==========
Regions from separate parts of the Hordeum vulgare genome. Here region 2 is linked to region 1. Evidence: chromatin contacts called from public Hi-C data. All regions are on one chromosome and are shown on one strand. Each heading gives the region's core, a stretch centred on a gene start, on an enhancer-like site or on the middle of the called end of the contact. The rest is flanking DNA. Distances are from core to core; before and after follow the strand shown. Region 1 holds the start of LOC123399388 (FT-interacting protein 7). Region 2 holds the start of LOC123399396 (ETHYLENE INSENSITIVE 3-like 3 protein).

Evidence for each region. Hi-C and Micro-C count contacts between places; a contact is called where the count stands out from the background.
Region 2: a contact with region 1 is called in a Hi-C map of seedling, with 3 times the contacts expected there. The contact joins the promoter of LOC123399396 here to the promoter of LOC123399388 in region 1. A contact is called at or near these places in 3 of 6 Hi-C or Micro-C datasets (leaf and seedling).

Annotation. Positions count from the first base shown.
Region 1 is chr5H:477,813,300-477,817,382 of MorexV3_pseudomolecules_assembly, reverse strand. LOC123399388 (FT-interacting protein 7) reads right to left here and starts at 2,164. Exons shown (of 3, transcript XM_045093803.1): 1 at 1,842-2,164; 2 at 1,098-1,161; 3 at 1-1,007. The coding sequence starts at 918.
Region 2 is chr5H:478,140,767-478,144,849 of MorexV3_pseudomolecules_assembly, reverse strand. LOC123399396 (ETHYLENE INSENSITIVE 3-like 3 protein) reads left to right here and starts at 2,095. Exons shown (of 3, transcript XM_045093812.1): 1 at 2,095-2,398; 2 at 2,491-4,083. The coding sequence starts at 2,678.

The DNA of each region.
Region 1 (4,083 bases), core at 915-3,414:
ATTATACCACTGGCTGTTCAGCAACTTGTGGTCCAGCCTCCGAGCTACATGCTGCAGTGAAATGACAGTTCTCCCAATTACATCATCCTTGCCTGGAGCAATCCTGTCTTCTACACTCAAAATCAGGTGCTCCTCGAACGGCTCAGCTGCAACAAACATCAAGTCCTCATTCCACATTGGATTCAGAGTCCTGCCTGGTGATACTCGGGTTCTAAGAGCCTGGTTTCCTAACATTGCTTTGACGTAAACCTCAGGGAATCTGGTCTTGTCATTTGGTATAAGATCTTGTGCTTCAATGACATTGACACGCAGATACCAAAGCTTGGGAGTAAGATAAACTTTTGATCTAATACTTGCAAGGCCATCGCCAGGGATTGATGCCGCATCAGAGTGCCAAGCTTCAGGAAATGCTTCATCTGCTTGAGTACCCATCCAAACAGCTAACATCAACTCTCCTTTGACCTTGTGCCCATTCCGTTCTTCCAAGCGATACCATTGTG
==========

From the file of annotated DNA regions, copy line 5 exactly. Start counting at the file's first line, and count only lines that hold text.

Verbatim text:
Region 1 is chr5H:477,813,300-477,817,382 of MorexV3_pseudomolecules_assembly, reverse strand. LOC123399388 (FT-interacting protein 7) reads right to left here and starts at 2,164. Exons shown (of 3, transcript XM_045093803.1): 1 at 1,842-2,164; 2 at 1,098-1,161; 3 at 1-1,007. The coding sequence starts at 918.